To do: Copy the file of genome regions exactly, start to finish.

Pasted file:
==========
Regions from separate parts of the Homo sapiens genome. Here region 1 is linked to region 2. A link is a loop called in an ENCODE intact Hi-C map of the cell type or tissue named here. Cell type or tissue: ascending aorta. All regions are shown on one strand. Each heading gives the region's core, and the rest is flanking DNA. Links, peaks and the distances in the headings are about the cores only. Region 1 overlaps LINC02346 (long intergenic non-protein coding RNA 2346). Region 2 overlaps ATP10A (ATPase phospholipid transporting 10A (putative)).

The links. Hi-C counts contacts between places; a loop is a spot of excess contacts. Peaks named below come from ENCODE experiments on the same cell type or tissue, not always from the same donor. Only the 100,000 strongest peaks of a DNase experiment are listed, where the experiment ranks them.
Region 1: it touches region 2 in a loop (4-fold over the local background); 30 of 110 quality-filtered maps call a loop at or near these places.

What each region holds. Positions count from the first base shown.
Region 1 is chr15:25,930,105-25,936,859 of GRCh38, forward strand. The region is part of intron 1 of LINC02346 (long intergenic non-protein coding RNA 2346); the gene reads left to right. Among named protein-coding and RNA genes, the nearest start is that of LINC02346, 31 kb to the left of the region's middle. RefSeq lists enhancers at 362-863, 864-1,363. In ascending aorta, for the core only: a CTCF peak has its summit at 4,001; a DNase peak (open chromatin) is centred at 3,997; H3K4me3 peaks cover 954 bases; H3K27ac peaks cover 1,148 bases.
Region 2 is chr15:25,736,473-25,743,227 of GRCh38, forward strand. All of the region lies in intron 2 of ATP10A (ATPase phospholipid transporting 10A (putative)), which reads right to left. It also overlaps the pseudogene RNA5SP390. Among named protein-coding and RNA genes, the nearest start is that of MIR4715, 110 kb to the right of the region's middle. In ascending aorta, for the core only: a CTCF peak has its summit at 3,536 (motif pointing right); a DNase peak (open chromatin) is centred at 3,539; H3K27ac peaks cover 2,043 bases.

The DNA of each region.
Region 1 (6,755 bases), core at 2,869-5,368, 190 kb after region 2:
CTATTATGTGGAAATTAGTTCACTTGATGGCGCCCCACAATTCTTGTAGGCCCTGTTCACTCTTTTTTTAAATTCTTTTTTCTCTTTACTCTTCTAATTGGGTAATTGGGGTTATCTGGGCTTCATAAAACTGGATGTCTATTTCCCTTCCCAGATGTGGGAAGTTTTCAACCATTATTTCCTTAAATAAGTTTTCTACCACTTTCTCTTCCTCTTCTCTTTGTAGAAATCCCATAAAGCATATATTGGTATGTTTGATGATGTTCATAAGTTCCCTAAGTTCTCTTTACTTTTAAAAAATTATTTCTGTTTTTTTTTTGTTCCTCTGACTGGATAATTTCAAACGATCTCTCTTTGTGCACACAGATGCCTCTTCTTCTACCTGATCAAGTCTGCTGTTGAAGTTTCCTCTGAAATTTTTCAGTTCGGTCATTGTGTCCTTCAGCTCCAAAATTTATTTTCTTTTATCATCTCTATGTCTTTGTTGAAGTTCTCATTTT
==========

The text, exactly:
Regions from separate parts of the Homo sapiens genome. Here region 1 is linked to region 2. A link is a loop called in an ENCODE intact Hi-C map of the cell type or tissue named here. Cell type or tissue: ascending aorta. All regions are shown on one strand. Each heading gives the region's core, and the rest is flanking DNA. Links, peaks and the distances in the headings are about the cores only. Region 1 overlaps LINC02346 (long intergenic non-protein coding RNA 2346). Region 2 overlaps ATP10A (ATPase phospholipid transporting 10A (putative)).

The links. Hi-C counts contacts between places; a loop is a spot of excess contacts. Peaks named below come from ENCODE experiments on the same cell type or tissue, not always from the same donor. Only the 100,000 strongest peaks of a DNase experiment are listed, where the experiment ranks them.
Region 1: it touches region 2 in a loop (4-fold over the local background); 30 of 110 quality-filtered maps call a loop at or near these places.

What each region holds. Positions count from the first base shown.
Region 1 is chr15:25,930,105-25,936,859 of GRCh38, forward strand. The region is part of intron 1 of LINC02346 (long intergenic non-protein coding RNA 2346); the gene reads left to right. Among named protein-coding and RNA genes, the nearest start is that of LINC02346, 31 kb to the left of the region's middle. RefSeq lists enhancers at 362-863, 864-1,363. In ascending aorta, for the core only: a CTCF peak has its summit at 4,001; a DNase peak (open chromatin) is centred at 3,997; H3K4me3 peaks cover 954 bases; H3K27ac peaks cover 1,148 bases.
Region 2 is chr15:25,736,473-25,743,227 of GRCh38, forward strand. All of the region lies in intron 2 of ATP10A (ATPase phospholipid transporting 10A (putative)), which reads right to left. It also overlaps the pseudogene RNA5SP390. Among named protein-coding and RNA genes, the nearest start is that of MIR4715, 110 kb to the right of the region's middle. In ascending aorta, for the core only: a CTCF peak has its summit at 3,536 (motif pointing right); a DNase peak (open chromatin) is centred at 3,539; H3K27ac peaks cover 2,043 bases.

The DNA of each region.
Region 1 (6,755 bases), core at 2,869-5,368, 190 kb after region 2:
CTATTATGTGGAAATTAGTTCACTTGATGGCGCCCCACAATTCTTGTAGGCCCTGTTCACTCTTTTTTTAAATTCTTTTTTCTCTTTACTCTTCTAATTGGGTAATTGGGGTTATCTGGGCTTCATAAAACTGGATGTCTATTTCCCTTCCCAGATGTGGGAAGTTTTCAACCATTATTTCCTTAAATAAGTTTTCTACCACTTTCTCTTCCTCTTCTCTTTGTAGAAATCCCATAAAGCATATATTGGTATGTTTGATGATGTTCATAAGTTCCCTAAGTTCTCTTTACTTTTAAAAAATTATTTCTGTTTTTTTTTTGTTCCTCTGACTGGATAATTTCAAACGATCTCTCTTTGTGCACACAGATGCCTCTTCTTCTACCTGATCAAGTCTGCTGTTGAAGTTTCCTCTGAAATTTTTCAGTTCGGTCATTGTGTCCTTCAGCTCCAAAATTTATTTTCTTTTATCATCTCTATGTCTTTGTTGAAGTTCTCATTTT